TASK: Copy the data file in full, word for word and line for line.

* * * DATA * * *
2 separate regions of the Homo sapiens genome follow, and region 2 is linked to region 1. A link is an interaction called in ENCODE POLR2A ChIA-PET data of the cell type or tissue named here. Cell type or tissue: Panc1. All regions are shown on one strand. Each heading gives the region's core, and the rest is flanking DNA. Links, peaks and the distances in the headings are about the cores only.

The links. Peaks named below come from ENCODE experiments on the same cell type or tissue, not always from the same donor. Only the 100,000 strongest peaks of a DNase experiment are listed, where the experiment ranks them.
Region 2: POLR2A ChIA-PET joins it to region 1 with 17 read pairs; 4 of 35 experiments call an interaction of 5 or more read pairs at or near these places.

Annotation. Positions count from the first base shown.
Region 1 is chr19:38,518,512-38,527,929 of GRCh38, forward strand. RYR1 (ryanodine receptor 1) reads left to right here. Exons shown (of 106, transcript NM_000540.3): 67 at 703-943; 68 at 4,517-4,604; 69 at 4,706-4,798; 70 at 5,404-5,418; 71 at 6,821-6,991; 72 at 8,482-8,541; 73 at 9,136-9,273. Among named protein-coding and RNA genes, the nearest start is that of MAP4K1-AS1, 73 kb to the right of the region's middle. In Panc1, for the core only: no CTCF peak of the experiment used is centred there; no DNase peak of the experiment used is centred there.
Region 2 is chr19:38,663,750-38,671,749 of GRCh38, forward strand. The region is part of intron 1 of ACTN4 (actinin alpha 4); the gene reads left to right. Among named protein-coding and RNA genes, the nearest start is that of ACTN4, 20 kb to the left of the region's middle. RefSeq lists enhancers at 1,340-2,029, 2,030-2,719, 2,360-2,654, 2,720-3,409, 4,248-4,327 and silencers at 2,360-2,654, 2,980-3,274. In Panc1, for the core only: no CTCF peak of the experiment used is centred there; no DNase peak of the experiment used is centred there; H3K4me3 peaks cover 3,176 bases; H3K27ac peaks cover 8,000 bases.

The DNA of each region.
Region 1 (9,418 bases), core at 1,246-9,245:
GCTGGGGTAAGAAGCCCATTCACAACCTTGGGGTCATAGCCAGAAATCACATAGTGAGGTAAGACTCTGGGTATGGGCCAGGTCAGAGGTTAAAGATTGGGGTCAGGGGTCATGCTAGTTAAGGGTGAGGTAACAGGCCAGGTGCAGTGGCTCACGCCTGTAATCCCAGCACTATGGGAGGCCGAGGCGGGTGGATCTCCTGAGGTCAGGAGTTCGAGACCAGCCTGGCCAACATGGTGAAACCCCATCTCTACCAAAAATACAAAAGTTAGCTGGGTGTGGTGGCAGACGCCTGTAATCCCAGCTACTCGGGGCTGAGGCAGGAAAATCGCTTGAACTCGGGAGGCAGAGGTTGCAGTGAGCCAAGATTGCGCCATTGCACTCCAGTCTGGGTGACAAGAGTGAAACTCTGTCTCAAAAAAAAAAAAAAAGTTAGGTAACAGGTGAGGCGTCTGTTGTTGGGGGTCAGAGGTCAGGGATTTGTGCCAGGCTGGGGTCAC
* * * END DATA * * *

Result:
2 separate regions of the Homo sapiens genome follow, and region 2 is linked to region 1. A link is an interaction called in ENCODE POLR2A ChIA-PET data of the cell type or tissue named here. Cell type or tissue: Panc1. All regions are shown on one strand. Each heading gives the region's core, and the rest is flanking DNA. Links, peaks and the distances in the headings are about the cores only.

The links. Peaks named below come from ENCODE experiments on the same cell type or tissue, not always from the same donor. Only the 100,000 strongest peaks of a DNase experiment are listed, where the experiment ranks them.
Region 2: POLR2A ChIA-PET joins it to region 1 with 17 read pairs; 4 of 35 experiments call an interaction of 5 or more read pairs at or near these places.

Annotation. Positions count from the first base shown.
Region 1 is chr19:38,518,512-38,527,929 of GRCh38, forward strand. RYR1 (ryanodine receptor 1) reads left to right here. Exons shown (of 106, transcript NM_000540.3): 67 at 703-943; 68 at 4,517-4,604; 69 at 4,706-4,798; 70 at 5,404-5,418; 71 at 6,821-6,991; 72 at 8,482-8,541; 73 at 9,136-9,273. Among named protein-coding and RNA genes, the nearest start is that of MAP4K1-AS1, 73 kb to the right of the region's middle. In Panc1, for the core only: no CTCF peak of the experiment used is centred there; no DNase peak of the experiment used is centred there.
Region 2 is chr19:38,663,750-38,671,749 of GRCh38, forward strand. The region is part of intron 1 of ACTN4 (actinin alpha 4); the gene reads left to right. Among named protein-coding and RNA genes, the nearest start is that of ACTN4, 20 kb to the left of the region's middle. RefSeq lists enhancers at 1,340-2,029, 2,030-2,719, 2,360-2,654, 2,720-3,409, 4,248-4,327 and silencers at 2,360-2,654, 2,980-3,274. In Panc1, for the core only: no CTCF peak of the experiment used is centred there; no DNase peak of the experiment used is centred there; H3K4me3 peaks cover 3,176 bases; H3K27ac peaks cover 8,000 bases.

The DNA of each region.
Region 1 (9,418 bases), core at 1,246-9,245:
GCTGGGGTAAGAAGCCCATTCACAACCTTGGGGTCATAGCCAGAAATCACATAGTGAGGTAAGACTCTGGGTATGGGCCAGGTCAGAGGTTAAAGATTGGGGTCAGGGGTCATGCTAGTTAAGGGTGAGGTAACAGGCCAGGTGCAGTGGCTCACGCCTGTAATCCCAGCACTATGGGAGGCCGAGGCGGGTGGATCTCCTGAGGTCAGGAGTTCGAGACCAGCCTGGCCAACATGGTGAAACCCCATCTCTACCAAAAATACAAAAGTTAGCTGGGTGTGGTGGCAGACGCCTGTAATCCCAGCTACTCGGGGCTGAGGCAGGAAAATCGCTTGAACTCGGGAGGCAGAGGTTGCAGTGAGCCAAGATTGCGCCATTGCACTCCAGTCTGGGTGACAAGAGTGAAACTCTGTCTCAAAAAAAAAAAAAAAGTTAGGTAACAGGTGAGGCGTCTGTTGTTGGGGGTCAGAGGTCAGGGATTTGTGCCAGGCTGGGGTCAC